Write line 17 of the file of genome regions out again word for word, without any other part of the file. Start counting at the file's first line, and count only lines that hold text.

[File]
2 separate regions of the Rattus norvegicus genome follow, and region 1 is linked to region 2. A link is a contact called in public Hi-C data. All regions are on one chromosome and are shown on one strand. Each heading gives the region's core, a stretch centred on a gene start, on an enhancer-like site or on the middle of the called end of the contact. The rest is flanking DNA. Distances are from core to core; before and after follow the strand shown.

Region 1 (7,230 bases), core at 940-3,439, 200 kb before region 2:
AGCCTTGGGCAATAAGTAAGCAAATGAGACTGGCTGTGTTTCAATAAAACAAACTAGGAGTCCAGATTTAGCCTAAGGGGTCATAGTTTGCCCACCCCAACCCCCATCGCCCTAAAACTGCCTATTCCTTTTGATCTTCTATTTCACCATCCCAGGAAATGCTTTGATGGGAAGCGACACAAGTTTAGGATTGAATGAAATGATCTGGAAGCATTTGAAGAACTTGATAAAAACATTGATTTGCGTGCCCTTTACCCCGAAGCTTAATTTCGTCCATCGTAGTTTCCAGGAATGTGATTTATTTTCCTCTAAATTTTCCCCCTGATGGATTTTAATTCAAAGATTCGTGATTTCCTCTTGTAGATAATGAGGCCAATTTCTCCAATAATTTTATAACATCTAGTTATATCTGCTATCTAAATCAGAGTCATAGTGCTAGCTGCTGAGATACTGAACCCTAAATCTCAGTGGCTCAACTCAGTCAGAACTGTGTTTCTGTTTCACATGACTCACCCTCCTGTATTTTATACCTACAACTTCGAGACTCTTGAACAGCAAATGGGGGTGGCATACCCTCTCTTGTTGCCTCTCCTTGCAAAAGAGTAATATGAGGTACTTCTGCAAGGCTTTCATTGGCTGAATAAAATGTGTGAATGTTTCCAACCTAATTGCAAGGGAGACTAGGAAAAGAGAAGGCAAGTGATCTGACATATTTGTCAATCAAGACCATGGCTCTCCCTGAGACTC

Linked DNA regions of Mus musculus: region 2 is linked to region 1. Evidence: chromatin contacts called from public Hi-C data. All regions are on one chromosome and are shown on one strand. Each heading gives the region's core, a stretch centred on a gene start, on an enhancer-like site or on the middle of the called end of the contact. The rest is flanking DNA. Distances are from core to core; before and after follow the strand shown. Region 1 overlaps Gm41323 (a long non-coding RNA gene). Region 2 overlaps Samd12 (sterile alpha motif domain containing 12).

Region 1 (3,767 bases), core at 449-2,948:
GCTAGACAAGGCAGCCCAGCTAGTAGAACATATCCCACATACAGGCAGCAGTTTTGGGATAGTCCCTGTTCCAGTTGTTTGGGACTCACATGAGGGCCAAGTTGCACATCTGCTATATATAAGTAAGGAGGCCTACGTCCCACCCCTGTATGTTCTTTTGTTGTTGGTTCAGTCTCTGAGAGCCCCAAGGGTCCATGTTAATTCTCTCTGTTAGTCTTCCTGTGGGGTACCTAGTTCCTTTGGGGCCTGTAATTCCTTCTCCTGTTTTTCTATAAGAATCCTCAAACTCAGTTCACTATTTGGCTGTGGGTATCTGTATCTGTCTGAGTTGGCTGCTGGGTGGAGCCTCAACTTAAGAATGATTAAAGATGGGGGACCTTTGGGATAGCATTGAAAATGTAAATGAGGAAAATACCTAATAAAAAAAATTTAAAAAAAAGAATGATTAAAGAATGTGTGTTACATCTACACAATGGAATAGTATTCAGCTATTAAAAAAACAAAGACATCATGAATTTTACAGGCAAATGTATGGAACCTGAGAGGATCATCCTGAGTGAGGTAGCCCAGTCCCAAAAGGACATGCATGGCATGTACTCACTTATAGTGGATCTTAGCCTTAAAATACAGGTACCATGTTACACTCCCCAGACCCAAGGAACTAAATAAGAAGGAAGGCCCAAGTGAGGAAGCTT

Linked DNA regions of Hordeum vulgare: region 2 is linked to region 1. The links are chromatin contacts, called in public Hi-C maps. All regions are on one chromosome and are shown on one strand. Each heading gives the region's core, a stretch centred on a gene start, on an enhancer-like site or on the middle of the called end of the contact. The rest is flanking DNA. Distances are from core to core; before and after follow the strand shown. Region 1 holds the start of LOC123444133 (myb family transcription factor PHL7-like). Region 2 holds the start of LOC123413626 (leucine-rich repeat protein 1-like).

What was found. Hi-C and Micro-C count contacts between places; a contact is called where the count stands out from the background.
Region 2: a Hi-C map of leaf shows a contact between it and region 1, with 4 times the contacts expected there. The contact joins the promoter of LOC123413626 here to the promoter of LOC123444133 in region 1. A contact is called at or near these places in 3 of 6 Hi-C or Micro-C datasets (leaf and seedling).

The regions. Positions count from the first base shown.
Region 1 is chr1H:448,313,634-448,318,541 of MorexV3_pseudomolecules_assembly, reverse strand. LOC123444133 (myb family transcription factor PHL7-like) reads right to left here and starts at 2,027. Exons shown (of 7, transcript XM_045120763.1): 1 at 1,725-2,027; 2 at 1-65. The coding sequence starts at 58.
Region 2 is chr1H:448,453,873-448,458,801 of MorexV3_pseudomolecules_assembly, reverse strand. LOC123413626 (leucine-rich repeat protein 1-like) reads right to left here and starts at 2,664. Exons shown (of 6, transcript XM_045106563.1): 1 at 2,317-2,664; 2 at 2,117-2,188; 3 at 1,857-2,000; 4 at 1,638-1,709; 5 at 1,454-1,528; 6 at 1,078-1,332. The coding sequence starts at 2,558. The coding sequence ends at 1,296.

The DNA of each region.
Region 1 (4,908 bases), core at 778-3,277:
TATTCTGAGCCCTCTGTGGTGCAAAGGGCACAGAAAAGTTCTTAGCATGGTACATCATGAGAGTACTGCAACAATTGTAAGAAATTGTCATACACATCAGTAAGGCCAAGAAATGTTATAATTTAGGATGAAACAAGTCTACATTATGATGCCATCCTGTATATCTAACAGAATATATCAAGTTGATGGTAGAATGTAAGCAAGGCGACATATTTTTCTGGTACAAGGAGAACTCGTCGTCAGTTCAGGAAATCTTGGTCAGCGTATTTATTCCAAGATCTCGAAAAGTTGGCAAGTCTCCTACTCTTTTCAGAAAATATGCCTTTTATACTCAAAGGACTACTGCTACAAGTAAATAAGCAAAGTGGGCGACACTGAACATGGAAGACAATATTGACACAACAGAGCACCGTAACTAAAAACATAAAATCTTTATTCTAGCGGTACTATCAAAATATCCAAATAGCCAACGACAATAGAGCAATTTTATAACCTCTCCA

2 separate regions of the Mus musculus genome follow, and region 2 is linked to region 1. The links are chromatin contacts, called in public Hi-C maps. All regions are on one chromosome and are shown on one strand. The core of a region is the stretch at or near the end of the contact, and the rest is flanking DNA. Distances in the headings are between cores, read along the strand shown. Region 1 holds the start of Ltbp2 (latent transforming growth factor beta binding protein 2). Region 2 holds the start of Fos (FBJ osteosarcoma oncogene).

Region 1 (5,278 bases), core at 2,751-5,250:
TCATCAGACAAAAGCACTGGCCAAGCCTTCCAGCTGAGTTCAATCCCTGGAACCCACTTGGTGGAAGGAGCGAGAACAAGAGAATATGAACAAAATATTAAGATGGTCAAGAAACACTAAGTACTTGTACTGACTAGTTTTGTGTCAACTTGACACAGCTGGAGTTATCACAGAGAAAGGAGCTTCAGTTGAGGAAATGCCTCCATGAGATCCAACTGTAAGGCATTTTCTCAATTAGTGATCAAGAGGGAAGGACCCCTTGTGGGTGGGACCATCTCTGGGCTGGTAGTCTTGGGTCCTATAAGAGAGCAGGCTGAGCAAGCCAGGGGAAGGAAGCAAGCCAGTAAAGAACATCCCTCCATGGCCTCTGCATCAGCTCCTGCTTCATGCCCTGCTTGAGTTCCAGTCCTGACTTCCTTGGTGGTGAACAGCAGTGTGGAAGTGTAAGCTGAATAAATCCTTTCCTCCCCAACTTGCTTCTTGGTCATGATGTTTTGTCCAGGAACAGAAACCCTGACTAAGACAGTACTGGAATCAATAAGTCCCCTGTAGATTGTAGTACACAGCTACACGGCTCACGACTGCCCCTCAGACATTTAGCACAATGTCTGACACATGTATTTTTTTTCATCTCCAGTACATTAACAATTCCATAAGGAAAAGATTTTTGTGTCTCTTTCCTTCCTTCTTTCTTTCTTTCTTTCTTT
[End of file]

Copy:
Region 1 (5,278 bases), core at 2,751-5,250: